Great job everyone on braving our record cold temperatures this week! In some places it got as cold as -16 degrees Fahrenheit! As we work to stay warm, and in some places dig ourselves out of our driveways, lets be thankful that none of us have to endure a winter on Pluto. Current Plutonian temperatures (it’s not even Winter there right now, Summer is just ending) average around -350 degrees Fahrenheit!
Pluto is an extremely difficult object to study, it is tiny and its far away. It is roughly 7.5 billion miles from Earth, and takes 248.1 Earth years to orbit the Sun. Pluto was officially discovered in 1930 by Clyde Tombaugh. Interestingly enough Tombaugh was only 23 years old at the time, an intern of sorts. He was tasked with comparing images of the night sky taken at two week intervals using a device called a blink comparator. It would flip the images quickly back and forth, stars (which don’t change position relative to each other in that short of a time) would appear stationary. However a moving object like an asteroid or planet would appear to move past the stars as the images were flipped. Tombaugh discovered Pluto using this method. Since Pluto’s year is 248 Earth years, and it was discovered in 1930, astronomers have yet to observe Pluto through its entire orbital cycle (which won’t happen until the year 2178).
We still know very little about Pluto today, our best images are fuzzy, but they can tell us how Pluto changes appearance over time. We know what Pluto’s atmosphere is made out of, which by default can tell us what types of chemicals can most likely be found on the surface. Every chemical has its own unique spectrum (pattern of visible light emitted by the electrons in the atoms as they gain then release energy). By studying the spectra of Pluto, astronomers can pin point the chemicals found there.
Most recent studies of Pluto have monitored the thickness of its atmosphere. How do they do this, you ask? They monitor the light from a star that Pluto passes in front of. This is called a stellar occultation. Studying a stellar occultation of a tiny object that is 7 billion miles away is a very complex and delicate process. Basically astronomers observe changes in the star’s light as it is filtered through Pluto’s atmosphere, these changes can tell us about the atmosphere’s composition and thickness.
What is Plutonian winter like? We don’t entirely know. Recent theories suggest that as Pluto continues to get farther from the Sun in its orbit (as it is doing) and enters into winter time, the surface temperature will drop. This would then cause the atmosphere to freeze out and fall to the ground as a fine snow of nitrogen, carbon monoxide, methane, and other chemicals.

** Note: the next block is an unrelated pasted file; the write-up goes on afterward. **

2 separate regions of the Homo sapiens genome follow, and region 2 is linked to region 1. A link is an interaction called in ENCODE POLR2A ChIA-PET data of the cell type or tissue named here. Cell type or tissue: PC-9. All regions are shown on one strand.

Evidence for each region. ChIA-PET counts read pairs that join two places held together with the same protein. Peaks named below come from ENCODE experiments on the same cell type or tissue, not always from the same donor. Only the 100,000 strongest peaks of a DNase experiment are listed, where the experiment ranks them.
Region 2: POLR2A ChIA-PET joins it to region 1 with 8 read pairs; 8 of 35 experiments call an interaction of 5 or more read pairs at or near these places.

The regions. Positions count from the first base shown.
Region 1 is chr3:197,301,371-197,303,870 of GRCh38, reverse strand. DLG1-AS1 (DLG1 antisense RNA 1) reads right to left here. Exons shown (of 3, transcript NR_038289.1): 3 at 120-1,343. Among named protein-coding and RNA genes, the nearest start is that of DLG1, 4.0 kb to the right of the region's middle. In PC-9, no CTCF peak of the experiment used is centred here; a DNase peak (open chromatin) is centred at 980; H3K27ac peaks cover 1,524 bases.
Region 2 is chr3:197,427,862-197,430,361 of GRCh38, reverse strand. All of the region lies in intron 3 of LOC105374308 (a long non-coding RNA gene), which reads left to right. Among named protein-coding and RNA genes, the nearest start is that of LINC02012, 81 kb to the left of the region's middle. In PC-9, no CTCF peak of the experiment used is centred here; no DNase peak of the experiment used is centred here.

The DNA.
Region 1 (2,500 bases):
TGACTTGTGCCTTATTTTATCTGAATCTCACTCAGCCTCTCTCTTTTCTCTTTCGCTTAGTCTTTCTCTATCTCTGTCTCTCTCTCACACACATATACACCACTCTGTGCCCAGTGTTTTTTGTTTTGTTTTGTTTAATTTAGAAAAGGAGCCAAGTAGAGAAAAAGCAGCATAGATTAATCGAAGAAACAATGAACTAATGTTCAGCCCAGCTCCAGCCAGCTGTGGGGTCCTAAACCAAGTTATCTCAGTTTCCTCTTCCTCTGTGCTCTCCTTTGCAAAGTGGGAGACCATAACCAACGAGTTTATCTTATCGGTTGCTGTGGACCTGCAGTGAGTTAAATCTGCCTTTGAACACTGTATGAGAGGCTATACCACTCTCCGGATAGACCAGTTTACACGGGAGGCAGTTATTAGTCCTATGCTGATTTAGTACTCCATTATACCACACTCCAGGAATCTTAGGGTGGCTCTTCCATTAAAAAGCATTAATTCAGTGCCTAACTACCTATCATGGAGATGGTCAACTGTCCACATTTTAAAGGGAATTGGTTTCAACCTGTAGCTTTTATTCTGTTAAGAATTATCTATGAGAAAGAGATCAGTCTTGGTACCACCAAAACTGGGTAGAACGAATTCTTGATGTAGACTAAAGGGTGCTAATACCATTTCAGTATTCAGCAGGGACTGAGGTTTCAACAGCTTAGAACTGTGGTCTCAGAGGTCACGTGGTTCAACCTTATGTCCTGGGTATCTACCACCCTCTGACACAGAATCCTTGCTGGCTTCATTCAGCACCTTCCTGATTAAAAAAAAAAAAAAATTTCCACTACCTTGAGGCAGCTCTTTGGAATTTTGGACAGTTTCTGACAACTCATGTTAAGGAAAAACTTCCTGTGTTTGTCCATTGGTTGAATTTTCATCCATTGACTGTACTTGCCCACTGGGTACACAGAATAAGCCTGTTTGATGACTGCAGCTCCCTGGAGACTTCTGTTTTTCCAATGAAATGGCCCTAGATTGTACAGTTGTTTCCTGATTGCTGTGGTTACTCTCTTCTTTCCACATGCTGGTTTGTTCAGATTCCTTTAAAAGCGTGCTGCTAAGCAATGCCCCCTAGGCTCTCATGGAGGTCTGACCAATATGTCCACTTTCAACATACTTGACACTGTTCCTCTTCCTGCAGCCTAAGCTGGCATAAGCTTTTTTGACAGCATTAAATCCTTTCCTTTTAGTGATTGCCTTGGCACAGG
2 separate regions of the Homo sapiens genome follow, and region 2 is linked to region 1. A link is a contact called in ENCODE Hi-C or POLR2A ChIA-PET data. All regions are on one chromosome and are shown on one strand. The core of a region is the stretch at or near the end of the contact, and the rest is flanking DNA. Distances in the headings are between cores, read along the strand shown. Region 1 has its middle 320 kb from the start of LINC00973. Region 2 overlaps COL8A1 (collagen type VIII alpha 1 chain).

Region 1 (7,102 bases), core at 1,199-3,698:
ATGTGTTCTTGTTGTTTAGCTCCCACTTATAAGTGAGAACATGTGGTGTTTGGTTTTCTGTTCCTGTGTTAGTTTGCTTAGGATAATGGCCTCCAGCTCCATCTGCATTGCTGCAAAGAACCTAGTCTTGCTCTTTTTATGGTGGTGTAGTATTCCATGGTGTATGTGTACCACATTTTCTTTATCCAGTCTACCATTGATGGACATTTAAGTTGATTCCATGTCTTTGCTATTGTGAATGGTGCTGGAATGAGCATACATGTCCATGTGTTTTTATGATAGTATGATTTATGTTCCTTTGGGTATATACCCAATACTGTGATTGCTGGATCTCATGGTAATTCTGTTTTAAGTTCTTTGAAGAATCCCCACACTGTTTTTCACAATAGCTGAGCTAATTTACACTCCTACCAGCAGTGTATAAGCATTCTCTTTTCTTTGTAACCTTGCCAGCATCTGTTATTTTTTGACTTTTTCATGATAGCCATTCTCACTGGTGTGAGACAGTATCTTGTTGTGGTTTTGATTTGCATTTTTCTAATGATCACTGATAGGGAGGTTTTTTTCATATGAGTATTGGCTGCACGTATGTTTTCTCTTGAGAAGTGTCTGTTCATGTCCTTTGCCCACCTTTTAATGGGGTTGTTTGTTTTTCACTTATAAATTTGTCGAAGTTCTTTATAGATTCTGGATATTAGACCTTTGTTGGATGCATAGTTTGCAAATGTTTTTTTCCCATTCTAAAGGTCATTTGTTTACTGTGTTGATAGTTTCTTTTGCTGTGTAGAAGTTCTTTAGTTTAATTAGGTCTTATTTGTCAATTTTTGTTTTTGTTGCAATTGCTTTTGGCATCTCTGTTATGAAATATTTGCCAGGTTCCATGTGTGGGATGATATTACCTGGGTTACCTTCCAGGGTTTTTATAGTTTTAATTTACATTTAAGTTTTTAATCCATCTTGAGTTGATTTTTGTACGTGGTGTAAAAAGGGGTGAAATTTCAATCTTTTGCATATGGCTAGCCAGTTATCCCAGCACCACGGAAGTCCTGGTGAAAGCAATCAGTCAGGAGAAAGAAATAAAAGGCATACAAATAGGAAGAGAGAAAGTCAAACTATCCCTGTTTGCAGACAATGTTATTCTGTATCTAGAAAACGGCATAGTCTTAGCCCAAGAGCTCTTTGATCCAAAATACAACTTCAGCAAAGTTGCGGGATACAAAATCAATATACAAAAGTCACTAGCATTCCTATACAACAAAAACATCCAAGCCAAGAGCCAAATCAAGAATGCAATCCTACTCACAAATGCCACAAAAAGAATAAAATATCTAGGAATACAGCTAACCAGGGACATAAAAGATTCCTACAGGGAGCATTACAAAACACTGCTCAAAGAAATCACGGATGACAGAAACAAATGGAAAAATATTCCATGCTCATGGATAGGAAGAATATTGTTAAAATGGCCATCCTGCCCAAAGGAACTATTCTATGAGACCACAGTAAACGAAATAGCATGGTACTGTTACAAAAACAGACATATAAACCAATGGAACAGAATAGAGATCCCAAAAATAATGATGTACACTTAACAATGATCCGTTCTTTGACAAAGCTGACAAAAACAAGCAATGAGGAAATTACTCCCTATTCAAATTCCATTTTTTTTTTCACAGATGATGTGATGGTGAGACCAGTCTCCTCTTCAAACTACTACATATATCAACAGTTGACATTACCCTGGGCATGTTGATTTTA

In fact, LASM is partnering with Houston Museum of Natural Science to produce a planetarium show called “The Gravity Factor”. It takes place in the next century, and explores the possibility of colonizing the planets and moons, and the type of work and life people would have in the different places. LASM is contributing to the show by producing a segment about astronauts living on Pluto during winter time after the annual snow fall. In the show astronauts living at the Pluto base occupy their free time with snowmobiling and rocket-powered skiing over the snow drifts on the surface. A fun prospect!
Most recent research has suggested an alternative to this theory. Astronomers have been observing Pluto’s atmosphere expecting to see evidence of it thinning as the “snow storm” begins, however they have observed the opposite. Pluto’s atmosphere is staying the same, in fact it appears to be getting thicker. Some scientists believe that this indicates that the snow storm isn’t going to happen (as it should have started by now). They conclude that this is an indication of thermal inertia, the ability for Pluto to retain energy absorbed from the Sun during the Summer. Pluto has higher thermal inertia than previously thought, so its atmosphere is not cooling as quickly as scientists would have expected, despite the planet approaching its Winter season.
So what does all of this mean? Our knowledge of Pluto is constantly changing as we learn more about this distant world. The New Horizons spacecraft is hurtling towards Pluto at a whopping 31,000 miles per hour, making it one of the fastest spacecraft ever. It will reach Pluto in 2015 and get an up close view of the dwarf planet. Astronomers eagerly anticipating data and imagery from New Horizons will help them gain a better understanding of Pluto. The general public is excited too, for the first time we’ll be able to see what Pluto looks like up close!